A deal must be reached by Dec. 31. But the parties remain particularly at odds over whether to extend Bush-era income tax cuts for all Americans or just those earning less than $200,000 a year, or $250,000 a year for families. Republicans insist tax rates should not rise for anyone, while Obama has vowed to hike rates on the top 2 percent of earners.
The stakes could not be higher: the Congressional Budget Office reported earlier this month that failure to reach a compromise -- triggering tax increases on all Americans and deep cuts to government spending on social programs and defense -- would send the U.S. economy back into recession and send unemployment skyrocketing.
Ahead of the summit, Obama has signaled that he will make a concerted push for Congress to immediately enact the one thing all sides agree on: extending Bush tax rates for families earning $250,000 or less, or 98 percent of Americans and 97 percent of small businesses.
Administration officials say the president's starting point for broader negotiations will be his call for $1.6 trillion in new revenue over the next 10 years as reflected in his budget proposal and a push for "balance" in any deficit reduction plan, meaning that it would include both spending cuts as well as new tax revenue.
"The president will not sign under any circumstances an extension of tax cuts for the top two percent of American earners," White House spokesman Jay Carney said Thursday.
Carney insisted Obama remains open to new ideas on how to raise additional revenue and close the budget gap, but added there is "no wiggle room when it comes to math. The math has to add up."
A senior aide to Boehner told ABC News the House Speaker would be focused on preserving his commitment to lower tax rates and spending cuts, though he has expressed openness to increasing overall tax revenue through reform of the tax code.
"This framework is consistent with the president's call for a 'balanced' approach," the Boehner aide said. "As a sign of our seriousness, Republicans have put revenue on the table, provided it comes from tax reform and is accompanied by spending cuts. President Obama must now follow suit by telling the American people what spending cuts he's willing to make."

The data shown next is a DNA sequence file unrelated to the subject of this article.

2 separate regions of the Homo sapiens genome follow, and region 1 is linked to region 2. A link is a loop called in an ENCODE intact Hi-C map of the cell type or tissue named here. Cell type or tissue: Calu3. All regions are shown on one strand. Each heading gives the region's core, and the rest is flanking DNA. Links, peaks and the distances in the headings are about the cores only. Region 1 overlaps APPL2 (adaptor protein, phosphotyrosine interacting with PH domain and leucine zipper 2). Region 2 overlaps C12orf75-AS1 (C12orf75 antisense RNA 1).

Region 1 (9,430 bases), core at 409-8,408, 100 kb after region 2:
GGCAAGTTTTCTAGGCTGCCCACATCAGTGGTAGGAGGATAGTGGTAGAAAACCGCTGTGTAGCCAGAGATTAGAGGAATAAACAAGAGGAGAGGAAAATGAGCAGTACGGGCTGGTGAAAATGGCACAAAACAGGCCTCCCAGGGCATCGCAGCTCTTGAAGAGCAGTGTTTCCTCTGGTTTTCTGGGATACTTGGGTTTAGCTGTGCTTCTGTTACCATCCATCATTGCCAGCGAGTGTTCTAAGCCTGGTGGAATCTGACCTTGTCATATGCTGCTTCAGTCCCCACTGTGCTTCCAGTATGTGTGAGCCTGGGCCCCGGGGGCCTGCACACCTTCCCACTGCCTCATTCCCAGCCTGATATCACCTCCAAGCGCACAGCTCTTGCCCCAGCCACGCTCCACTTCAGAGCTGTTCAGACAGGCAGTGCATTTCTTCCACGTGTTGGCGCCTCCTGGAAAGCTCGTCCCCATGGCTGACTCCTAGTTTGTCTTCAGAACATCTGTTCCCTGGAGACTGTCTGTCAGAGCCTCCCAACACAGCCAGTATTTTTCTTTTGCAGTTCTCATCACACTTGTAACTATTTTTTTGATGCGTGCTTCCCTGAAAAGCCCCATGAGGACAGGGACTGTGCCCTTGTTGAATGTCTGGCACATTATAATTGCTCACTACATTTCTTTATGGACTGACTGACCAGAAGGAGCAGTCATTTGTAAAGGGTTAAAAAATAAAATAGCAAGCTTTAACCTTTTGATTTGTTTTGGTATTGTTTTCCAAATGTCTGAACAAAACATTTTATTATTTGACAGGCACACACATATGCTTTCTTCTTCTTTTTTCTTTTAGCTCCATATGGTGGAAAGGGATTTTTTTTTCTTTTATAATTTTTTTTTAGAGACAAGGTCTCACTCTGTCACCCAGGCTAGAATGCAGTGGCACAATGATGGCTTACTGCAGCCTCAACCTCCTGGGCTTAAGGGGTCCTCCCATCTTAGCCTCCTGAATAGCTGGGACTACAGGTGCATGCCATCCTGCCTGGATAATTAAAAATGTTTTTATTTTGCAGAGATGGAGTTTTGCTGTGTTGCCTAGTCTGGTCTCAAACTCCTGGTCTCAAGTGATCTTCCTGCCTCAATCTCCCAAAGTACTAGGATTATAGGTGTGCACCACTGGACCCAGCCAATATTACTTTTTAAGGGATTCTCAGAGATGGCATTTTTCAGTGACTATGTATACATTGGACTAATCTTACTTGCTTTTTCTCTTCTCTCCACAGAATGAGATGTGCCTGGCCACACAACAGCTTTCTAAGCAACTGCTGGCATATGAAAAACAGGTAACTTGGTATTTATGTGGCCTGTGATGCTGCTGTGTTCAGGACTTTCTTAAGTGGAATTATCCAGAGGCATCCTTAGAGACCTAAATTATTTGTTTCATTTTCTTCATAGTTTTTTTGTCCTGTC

It's unclear whether changes to entitlement programs -- the drivers of skyrocketing government spending and debt -- will be a focus of discussion at the first summit on fiscal negotiations. Post-election rhetoric from the parties has, to this point, generally focused only on taxes.
Still, Obama said Wednesday that he's gunning for a "big deal."
"I want a comprehensive deal. I want to see if we can, you know, at least for the foreseeable future provide certainty to businesses and the American people," he said. "But right now what I want to make sure of is, is that taxes on middle-class families don't go up, and there's a very easy way to do that. We could get that done by next week."
Boehner voiced cautious optimism for the talks this week, saying that "if you listen closely to what the president has had to say and listened closely to what I have had to say, there are no barriers here to sitting down and beginning to work through this process."
Over the past few days, Obama and top administration officials have met with key stakeholders in fiscal talks. The president hosted labor union leaders on Tuesday and a dozen CEOs and business leaders on Wednesday. A delegation from the U.S. Conference of Mayors met with Vice President Joe Biden on Thursday, while representatives of Patriotic Millionaires for Fiscal Strength met separately with other administration officials.